Adjacent to the city of Whittier (the town named for the great 19th-century poet, John Greenleaf Whittier), South Whittier is a peaceful suburb with strong connections to its noisier neighbor.
An hour away from central LA, the area has a peaceful laid-back suburban vibe and contains a lovely greenbelt of parks. South Whittier is well-known for its many hiking trails, as well as its excellent athletic facilities.
Perhaps the best thing to do here is to get some exercise and relax in the fresh air. When you’re done, be sure to check out the nearby museums and galleries in Whittier and Santa Fe Springs.
Here are the 13 best things to do in and around South Whittier.
1. Get a Pizza at Pizzamania
Every district of LA has its local foodie pilgrimage-spot and Pizzamania is South Whittier’s. Serving the community with top quality pizzas for over 30 years, this joint is known for exceptional food, as well as a great atmosphere. People regularly travel from outside South Whittier just to eat here.
With an all-American pizza parlor with screens for sports and arcade games for the kids, you can easily while away a whole afternoon here between slices of excellent pizza.
Check out the beer selection at the attached bar and chow down on South Whittier’s finest.
2. Visit Whittier Art Gallery
This Art Gallery is just North of Whittier Boulevard in neighboring Whittier. An unassuming little art space, it opened its doors during the Great Depression and has retained a brilliant historical archive documenting one of America’s most difficult eras.
Many energetic up-and-coming artists exhibit their work here. From photography to sculpture to some experimental ceramics, many mediums are on display. Don’t let its local unpretentious atmosphere fool you, it has exhibited many internationally renowned artists.
3. Relax at the Fejjab Spa
This spa and treatment center is host to every manner of modern relaxation treatment you’ve never heard of.
This tranquil site of luxury will soothe you after an exhausting day of activity in the California sunshine. Get a consultation and leave the parlor as soft and hairless as a newborn babe. Their excellent little shop stocks many products to keep you that way long after you leave.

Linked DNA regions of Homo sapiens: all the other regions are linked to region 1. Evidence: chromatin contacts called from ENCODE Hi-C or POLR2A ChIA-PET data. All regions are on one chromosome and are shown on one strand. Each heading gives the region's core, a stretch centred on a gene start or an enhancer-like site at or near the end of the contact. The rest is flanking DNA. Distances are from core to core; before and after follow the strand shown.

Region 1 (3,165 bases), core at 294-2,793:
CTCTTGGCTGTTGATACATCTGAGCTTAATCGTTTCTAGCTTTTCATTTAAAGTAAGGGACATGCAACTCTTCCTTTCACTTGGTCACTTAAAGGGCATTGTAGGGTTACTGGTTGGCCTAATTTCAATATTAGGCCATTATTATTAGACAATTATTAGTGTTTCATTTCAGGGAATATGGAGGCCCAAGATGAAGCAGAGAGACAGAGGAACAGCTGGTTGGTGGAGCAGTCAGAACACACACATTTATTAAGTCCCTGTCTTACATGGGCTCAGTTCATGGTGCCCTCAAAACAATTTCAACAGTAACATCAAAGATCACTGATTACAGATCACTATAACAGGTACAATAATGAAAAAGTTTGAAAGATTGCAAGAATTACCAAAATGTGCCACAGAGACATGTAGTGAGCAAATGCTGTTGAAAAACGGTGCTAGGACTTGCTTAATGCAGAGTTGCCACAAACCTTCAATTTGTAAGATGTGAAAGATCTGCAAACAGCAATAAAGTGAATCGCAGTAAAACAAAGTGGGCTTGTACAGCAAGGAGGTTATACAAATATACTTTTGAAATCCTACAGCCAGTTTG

If you’re traveling with a partner, book in for a couple’s massage and spend some luxurious time together.
4. Check Out the Stained Glass at South Whittier Catholic Church
A hidden gem in the center of South Whittier, the local Catholic Church is an important part of the community and has some spectacular stained glass. If you are strolling around the neighborhood, pop your head in to have a look at this local beauty.
With glass that combines the aesthetic of both traditional medieval-style depictions of the saints, and a Piet Mondrian-esque modern art aesthetic, these colorful windows are a real treat.
5. Santa Fe Hathaway Ranch Museum
Five minutes east of South Whittier you’ll discover the Sante Fe Hathaway Ranch Museum. This ranch is one of those oddball museums which showcases one of the more obscure corners of history. Oil-drilling, ranching, and farming equipment are all on display here for anyone interested in how the land was once used.
Many interesting antiques and blown out old cars are scattered haphazardly across the site. The rusting old oil towers are particularly cool and give the park a sort of apocalyptic feel.
It’s free to visit and makes for an interesting afternoon stroll.
6. Hike Turnbull Canyon in the Puente Hills Preserve
The Puente Hills, or Whittier Hills as they are known locally, are the foothills of the spectacular San Gabriel Mountain range. Providing some gentler trails than elsewhere around LA, Turnbull Canyon is a local favorite.
Turnbull is the subject of many local legends and was once forbidden land for Native Americans. It was known as “the dark place” in the local lingo. Many modern legends have also arisen about the area and the site was supposedly subject to spooky occult activity in the 1930s. Interrogate a local to find out more.
If you don’t scare easily (or even if you do) the gentle slopes of this lovely canyon don’t seem so spooky in the Californian sunshine, and the hills are bursting with poppies and lupins in the spring.
7. Pio Pico State Historical Park
Pio Pico Park, 10 minutes north of South Whittier was once the mansion of the Mexican governor.